Division of International Epidemiology and Population Studies (DIEPS) conducts research in epidemiology and mathematical modeling of infectious diseases. Primary concentrations include cross-national studies of mortality patterns with special emphasis on influenza-associated disease, malaria and other vector-borne and vaccine-preventable diseases. Outcomes of DIEPS research and other activities include changes in public health policies and practices to decrease disease burdens.
Contact the Division of International Epidemiology and Population Studies (DIEPS)
Clean Cooking ISN |
Multinational Influenza Seasonal Mortality Study (MISMS)
Fogarty's Division of International Epidemiology and Population Studies (DIEPS) leads the
Multinational Influenza Seasonal Mortality Study (MISMS), an international collaborative effort to analyze national and global mortality patterns associated with influenza virus circulation. Its aims are:
- to describe synchrony in seasonal variations of various causes of mortality associated with influenza mortality patterns, both within and amongst countries, and their association with changes in circulating subtypes of influenza virus, antigenic characteristics, population factors and vaccine coverage
- to explore the seasonal patterns and burden of influenza mortality in tropical countries, and understand the global circulation of influenza viruses
- to develop new methods for estimating mortality impact in tropical countries
- to develop a world map of influenza mortality burden and seasonal patterns
Clean Cooking Implementation Science Network (ISN)
Clean Cooking Implementation Science Network (ISN) is working to advance the science of uptake and scale up of clean cooking technology in the developing world. The Clean Cooking ISN is hosted by Fogarty's
Center for Global Health Studies (CGHS), and is supported by the NIH Common Fund. The Network's members conduct clean cooking research and implementation efforts in countries across Asia, Africa, and Latin America. Funding currently supports four research projects (in Ghana, Cameroon, and India) and the development of a series of case studies of clean cooking scale-up around the world.
Household Air Pollution Investigation Network (HAPIN)
Household Air Pollution Intervention Network (HAPIN) is an international multi-center trial aimed at assessing the impact of a liquefied petroleum gas (LPG) cooking stove and fuel intervention on health. HAPIN Trial centers are located in four countries: Guatemala, India, Peru and Rwanda. The HAPIN Trial was launched in 2017 and will continue at least through 2021. More than 7,200 study participants will help the HAPIN Trial find answers to questions about LPG cookstoves and health. The trial funding and management represents a consortium of NIH Institutes and Centers (NHLBI, NCI, NIEHS, NICHD and Fogarty) and the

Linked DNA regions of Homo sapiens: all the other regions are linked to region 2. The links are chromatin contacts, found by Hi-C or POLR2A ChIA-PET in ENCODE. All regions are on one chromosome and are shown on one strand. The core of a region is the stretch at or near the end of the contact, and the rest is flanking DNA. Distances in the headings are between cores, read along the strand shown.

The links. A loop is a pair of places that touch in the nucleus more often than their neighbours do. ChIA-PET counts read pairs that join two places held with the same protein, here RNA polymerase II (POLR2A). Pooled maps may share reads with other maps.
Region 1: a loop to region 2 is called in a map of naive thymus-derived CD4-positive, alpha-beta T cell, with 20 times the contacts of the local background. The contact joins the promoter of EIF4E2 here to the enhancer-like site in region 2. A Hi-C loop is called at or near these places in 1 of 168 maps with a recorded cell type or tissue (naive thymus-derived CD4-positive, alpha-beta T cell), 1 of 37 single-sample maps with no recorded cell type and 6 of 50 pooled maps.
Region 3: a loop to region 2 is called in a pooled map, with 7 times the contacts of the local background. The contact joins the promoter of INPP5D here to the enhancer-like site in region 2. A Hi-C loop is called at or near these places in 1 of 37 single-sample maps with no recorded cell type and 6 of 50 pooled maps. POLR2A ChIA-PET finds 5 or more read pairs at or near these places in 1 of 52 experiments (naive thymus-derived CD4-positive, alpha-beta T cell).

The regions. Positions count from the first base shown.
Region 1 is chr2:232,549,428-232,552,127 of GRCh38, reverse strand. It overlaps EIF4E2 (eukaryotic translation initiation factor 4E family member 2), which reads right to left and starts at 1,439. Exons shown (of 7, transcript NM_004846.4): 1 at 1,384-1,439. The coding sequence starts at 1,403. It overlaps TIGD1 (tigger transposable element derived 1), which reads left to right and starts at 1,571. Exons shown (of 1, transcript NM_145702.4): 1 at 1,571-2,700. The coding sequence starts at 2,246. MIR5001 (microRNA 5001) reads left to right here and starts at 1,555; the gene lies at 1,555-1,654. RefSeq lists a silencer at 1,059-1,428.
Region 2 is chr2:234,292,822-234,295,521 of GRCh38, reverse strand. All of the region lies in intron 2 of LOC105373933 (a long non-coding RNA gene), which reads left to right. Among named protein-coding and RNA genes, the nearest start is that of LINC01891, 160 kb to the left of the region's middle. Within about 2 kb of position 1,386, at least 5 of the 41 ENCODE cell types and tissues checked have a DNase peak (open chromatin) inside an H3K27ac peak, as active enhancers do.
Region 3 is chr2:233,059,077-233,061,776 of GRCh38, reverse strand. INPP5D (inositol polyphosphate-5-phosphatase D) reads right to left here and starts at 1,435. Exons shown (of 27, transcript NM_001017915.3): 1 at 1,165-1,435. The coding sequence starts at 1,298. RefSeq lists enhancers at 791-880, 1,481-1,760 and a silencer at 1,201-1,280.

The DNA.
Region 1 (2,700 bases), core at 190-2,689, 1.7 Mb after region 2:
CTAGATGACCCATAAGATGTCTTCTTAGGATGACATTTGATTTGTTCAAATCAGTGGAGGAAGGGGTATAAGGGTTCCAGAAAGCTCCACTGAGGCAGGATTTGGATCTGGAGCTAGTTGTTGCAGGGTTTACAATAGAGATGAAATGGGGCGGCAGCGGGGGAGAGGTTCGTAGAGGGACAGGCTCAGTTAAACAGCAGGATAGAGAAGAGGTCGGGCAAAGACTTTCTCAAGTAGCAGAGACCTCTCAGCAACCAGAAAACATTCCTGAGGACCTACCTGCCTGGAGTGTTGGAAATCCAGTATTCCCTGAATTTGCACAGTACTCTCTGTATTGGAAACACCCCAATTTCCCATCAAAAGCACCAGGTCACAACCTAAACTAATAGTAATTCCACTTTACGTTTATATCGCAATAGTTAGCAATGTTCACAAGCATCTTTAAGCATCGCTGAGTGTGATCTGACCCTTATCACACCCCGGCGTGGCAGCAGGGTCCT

Bill and Melinda Gates Foundation.
Malnutrition and Enteric Disease Study (MAL-ED)
Malnutrition and Enteric Disease Study (MAL-ED) is a multi-site project to investigate the linkages between malnutrition and intestinal infections and their effects on children in the developing world. Fogarty's Division of International Epidemiology and Population Studies (DIEPS) serves as the Scientific Secretariat for this eight-site study located in Brazil, Peru, South Africa, Tanzania, India, Pakistan, Bangladesh and Nepal, and co-administers the study with the
Foundation for NIH (FNIH). The program is funded by a grant of nearly $30 million from the Bill and Melinda Gates Foundation.
Research and Policy for Infectious Disease Dynamics (RAPIDD)
Fogarty's Division of International Epidemiology and Population Studies (DIEPS) manages the Research and Policy for Infectious Disease Dynamics (RAPIDD) program, which aims to improve mathematical modeling of infectious diseases, making it more reliable and relevant to policymakers preparing for or responding to outbreaks. The program has
catalyzed the field of infectious disease modeling.
Through workshops, working groups and postdoctoral fellowships designed to address critical challenges, RAPIDD seeks to understand:
- which models and modeling approaches facilitate adequate operational capacity
- how models relate with one another and with data of various quality and scale
- how the needs of decision-makers can be characterized and addressed through modeling
The ultimate goal of RAPIDD is to help improve outbreak control through scientifically sound modeling for forecasting and analysis. Since its establishment in 2008, RAPIDD has published more than 1,000 peer-reviewed papers, which have been cited more than 36,000 times.
Updated March 21, 2018